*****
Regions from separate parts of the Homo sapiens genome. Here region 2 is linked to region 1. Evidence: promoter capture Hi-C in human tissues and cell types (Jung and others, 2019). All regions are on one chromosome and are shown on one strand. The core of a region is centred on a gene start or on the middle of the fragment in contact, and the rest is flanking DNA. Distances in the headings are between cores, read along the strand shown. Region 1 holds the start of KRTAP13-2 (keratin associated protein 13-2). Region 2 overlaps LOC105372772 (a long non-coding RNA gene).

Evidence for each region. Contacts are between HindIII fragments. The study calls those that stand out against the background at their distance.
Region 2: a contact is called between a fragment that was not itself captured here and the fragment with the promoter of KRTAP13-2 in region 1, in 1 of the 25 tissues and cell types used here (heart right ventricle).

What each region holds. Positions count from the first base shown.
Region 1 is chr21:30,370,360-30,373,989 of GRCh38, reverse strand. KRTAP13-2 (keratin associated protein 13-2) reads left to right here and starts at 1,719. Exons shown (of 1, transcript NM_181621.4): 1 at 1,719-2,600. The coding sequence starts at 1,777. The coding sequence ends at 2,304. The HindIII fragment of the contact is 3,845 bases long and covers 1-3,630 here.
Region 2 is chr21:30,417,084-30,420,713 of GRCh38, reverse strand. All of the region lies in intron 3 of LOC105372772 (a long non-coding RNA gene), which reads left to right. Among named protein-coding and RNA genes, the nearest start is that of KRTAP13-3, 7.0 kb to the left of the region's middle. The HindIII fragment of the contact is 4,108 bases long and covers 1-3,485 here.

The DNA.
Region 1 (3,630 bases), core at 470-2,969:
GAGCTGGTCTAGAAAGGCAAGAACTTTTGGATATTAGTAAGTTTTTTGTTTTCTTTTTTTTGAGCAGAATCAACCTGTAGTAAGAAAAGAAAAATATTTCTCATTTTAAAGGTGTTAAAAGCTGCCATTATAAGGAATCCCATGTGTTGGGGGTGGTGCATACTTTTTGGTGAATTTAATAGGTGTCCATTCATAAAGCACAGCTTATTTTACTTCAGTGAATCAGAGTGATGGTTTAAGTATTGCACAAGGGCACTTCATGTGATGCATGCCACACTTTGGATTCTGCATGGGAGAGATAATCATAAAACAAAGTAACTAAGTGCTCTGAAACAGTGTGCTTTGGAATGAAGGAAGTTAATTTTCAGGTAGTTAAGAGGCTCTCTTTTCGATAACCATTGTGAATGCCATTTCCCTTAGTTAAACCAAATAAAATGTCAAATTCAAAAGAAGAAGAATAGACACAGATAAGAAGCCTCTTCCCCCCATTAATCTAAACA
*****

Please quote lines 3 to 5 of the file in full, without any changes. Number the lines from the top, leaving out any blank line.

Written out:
Region 2: a contact is called between a fragment that was not itself captured here and the fragment with the promoter of KRTAP13-2 in region 1, in 1 of the 25 tissues and cell types used here (heart right ventricle).

What each region holds. Positions count from the first base shown.
Region 1 is chr21:30,370,360-30,373,989 of GRCh38, reverse strand. KRTAP13-2 (keratin associated protein 13-2) reads left to right here and starts at 1,719. Exons shown (of 1, transcript NM_181621.4): 1 at 1,719-2,600. The coding sequence starts at 1,777. The coding sequence ends at 2,304. The HindIII fragment of the contact is 3,845 bases long and covers 1-3,630 here.